First couple of metres is not only more comfortable, but essential really.

    If the eustachian tubes are allowed to close down by not equalising over the biggest pressure differential, you'll have a harder job later on

    Sent from my Lenovo P2a42 using Tapatalk

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    Prior Member Tim Digger's Avatar
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    The only other thing I can suggest to get into the habit at this stage is to equalise BEFORE descending. You are right to be concerned but you will eventually learn what equalisation feels like for you. Difficulty in describing this is part of the reason why equalisation may be inadequately taught.
    Evolution is great at solving problems. It's the methods that concern me.
    Tim Digger

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    I’m new to scuba as well, the way I can tell my ears are ready to equalise is that I lose a bit of hearing, everything seems to go muffled, if I leave it too long then I can feel a real squeeze coming on. When I do clear them it feels like somebody has taken cotton wool out of my ears. My instructor also told me to keep my ears level with each other, otherwise one can clear and the other may not and possibly cause balance issues.

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    The biggest problem I have found with new divers is that they wait until they feel the pressure on their ears before trying to equalise. It seems to be more dificult to equalise if there is a significant pressure differential. I always recommend GENTLY equalising the ears as soon as you start descending and this seems to work well for most people. If you can equalise your ears at 2M, I don't see a problem with doing it deeper. Are you aware of any feeling of pressure on your ears at this depth after having tried equalising them\?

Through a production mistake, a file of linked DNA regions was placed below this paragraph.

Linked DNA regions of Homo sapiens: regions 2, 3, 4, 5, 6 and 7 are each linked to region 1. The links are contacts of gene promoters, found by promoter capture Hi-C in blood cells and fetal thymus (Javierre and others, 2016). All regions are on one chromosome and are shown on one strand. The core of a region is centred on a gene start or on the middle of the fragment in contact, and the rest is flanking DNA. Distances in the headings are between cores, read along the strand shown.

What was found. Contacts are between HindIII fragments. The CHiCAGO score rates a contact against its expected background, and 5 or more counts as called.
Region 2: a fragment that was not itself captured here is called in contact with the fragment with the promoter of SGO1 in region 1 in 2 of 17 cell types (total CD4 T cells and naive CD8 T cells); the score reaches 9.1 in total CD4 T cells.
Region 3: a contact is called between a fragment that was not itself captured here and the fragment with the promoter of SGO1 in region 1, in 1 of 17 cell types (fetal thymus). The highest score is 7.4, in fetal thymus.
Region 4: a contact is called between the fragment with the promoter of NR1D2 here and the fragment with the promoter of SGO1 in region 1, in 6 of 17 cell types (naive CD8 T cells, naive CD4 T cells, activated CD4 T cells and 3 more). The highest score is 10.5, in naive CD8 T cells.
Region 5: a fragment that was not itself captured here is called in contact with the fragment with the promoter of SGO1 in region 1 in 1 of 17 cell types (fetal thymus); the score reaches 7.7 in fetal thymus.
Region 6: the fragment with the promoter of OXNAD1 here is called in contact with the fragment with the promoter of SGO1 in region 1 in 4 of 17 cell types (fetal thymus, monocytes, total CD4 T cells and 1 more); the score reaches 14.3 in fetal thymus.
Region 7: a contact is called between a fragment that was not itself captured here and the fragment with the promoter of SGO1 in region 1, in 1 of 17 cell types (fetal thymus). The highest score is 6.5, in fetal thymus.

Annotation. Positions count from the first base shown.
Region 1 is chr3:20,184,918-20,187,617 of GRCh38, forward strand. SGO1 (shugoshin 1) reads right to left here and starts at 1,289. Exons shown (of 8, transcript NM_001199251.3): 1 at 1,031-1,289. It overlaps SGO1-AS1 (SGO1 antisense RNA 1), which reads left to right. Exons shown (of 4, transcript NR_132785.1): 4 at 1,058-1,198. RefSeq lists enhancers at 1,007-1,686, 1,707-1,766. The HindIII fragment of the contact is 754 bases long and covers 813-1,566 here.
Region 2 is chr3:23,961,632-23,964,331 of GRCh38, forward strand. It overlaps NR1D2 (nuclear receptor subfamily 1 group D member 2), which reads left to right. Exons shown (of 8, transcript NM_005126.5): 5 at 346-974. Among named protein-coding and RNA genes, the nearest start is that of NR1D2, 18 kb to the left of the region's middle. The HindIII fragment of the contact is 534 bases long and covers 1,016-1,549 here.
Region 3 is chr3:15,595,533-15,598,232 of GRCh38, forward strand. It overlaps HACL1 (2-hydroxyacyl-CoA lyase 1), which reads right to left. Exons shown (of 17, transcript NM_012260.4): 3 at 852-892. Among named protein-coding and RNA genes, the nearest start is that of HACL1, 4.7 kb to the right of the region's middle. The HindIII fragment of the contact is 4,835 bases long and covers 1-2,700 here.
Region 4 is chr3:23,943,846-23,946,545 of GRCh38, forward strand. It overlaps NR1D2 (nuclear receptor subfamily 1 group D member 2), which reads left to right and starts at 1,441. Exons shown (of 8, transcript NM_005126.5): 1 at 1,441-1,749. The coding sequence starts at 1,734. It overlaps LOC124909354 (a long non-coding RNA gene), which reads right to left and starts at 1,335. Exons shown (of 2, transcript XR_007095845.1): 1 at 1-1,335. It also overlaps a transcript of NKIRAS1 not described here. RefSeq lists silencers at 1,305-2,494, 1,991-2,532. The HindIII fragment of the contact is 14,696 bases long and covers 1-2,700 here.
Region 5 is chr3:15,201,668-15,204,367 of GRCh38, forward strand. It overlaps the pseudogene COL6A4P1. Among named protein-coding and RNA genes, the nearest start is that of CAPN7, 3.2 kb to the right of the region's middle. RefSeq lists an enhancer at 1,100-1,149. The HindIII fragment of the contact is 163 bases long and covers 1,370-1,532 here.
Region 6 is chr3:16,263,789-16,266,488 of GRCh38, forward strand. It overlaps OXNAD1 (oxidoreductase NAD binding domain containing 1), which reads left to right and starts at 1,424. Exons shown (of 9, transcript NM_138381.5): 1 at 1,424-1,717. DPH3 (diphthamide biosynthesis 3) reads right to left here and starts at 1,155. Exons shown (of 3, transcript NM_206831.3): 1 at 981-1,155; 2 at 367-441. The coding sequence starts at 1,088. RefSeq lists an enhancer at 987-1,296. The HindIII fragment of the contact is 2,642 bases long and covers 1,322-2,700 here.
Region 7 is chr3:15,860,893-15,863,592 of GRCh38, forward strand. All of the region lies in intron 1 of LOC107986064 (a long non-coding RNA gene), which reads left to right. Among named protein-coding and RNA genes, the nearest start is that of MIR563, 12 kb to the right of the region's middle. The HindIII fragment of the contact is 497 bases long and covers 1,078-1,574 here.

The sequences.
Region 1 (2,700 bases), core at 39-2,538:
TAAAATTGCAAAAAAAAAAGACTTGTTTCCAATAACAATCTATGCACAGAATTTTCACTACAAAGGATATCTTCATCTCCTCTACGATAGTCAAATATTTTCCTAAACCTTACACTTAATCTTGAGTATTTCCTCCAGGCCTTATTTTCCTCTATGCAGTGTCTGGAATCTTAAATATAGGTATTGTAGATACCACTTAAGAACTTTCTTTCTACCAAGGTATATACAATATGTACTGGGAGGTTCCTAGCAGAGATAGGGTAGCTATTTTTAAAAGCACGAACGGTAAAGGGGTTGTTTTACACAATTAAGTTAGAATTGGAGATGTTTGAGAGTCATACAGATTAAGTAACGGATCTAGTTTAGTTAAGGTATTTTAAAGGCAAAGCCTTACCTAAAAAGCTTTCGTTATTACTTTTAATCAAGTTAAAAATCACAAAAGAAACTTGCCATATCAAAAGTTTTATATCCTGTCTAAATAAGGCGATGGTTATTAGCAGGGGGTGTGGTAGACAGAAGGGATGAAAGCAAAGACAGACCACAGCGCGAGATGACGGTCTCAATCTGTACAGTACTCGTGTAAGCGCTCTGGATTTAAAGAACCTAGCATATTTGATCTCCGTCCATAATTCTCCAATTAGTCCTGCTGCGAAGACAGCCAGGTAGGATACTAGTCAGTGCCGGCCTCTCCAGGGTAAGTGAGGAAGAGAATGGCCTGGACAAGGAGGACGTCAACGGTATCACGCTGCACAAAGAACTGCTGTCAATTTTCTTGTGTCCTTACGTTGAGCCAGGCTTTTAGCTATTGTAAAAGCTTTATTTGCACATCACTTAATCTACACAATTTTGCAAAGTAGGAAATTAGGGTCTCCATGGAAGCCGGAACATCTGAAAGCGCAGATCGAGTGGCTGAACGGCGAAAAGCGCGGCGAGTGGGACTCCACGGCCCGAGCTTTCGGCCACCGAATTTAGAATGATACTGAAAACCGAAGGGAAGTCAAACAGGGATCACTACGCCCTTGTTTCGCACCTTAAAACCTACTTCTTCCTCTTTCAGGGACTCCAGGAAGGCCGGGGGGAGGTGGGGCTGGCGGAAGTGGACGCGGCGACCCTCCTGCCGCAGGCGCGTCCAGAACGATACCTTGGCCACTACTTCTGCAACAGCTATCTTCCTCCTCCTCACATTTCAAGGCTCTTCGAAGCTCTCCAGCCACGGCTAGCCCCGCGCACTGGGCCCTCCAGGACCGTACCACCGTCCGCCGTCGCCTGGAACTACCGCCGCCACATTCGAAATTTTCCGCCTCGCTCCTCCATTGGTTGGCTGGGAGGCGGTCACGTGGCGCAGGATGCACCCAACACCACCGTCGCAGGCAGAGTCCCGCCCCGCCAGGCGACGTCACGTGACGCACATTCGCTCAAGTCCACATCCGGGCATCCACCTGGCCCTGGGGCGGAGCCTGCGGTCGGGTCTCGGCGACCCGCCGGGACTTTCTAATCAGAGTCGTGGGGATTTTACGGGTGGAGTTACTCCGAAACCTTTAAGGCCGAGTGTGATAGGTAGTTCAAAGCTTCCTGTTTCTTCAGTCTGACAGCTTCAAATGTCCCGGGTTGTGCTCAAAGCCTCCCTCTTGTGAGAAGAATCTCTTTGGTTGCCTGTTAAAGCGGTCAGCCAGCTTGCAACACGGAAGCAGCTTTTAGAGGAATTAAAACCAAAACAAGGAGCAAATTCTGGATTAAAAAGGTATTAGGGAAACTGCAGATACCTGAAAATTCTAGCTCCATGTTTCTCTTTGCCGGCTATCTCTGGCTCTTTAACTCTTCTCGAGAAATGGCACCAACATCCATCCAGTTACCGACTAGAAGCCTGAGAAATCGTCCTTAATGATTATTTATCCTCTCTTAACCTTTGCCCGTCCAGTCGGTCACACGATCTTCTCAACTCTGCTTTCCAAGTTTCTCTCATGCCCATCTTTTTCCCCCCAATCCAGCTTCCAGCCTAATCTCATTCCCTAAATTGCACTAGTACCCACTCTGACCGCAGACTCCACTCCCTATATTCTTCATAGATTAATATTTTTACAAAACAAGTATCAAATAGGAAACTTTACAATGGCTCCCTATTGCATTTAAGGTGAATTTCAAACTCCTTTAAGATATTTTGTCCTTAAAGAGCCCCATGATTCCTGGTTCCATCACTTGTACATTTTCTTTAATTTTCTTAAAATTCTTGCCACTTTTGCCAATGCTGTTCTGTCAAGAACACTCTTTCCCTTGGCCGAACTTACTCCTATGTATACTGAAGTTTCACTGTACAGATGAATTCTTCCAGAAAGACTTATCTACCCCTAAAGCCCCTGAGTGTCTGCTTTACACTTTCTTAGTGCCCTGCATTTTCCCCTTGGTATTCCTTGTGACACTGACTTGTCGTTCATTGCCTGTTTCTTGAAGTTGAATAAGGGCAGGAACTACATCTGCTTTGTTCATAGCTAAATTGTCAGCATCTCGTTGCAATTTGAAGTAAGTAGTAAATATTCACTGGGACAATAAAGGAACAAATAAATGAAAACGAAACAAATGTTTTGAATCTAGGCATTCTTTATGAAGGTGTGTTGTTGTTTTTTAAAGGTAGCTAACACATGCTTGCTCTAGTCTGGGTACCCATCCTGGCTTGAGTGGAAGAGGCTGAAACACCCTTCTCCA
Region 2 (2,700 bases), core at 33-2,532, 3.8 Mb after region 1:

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    You should probably be able to feel the effects of equalizing even in a 2m pool and you can certainly practice just with breath-hold swimming to the bottom.

    Your best bet is to start equalising gently by pinching your nose and blowing into it pretty much as soon as your head goes under water and then keep on doing that as you descend until your ears feel normal again - waiting is pointless and just makes it harder.

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    Thanks for replies.

    Id really like to know what it feels/sounds like to people when your ears pop. Is it a loud pop? a crackle or click? a feeling rather than a sound?

    Its hard to tell if theyve popped for me or not. All i feel is the water in them.


    Thanks.
    Last edited by dangerousdan; 17-07-2019 at 10:38 AM.

  9. #9
    Pedantic Pig Divemouse's Avatar
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    You're moving air from one space to another through a narrow tube - I think 'pop' is too strong a word unless the tube is inflamed. I don't hear anything.
    Definitely don't doubt Dawn - not if you value your life

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    Quote Originally Posted by Divemouse View Post
    You're moving air from one space to another through a narrow tube
    Exactly - I'd say it feels a bit like burping. As for the sound... a bit like one flap of a flag in the wind. Hope this helps :-)

    But don't overthink it - just be sure to equalise early. It will become much easier over time; I know I often descend without any conscious effort to equalise these days.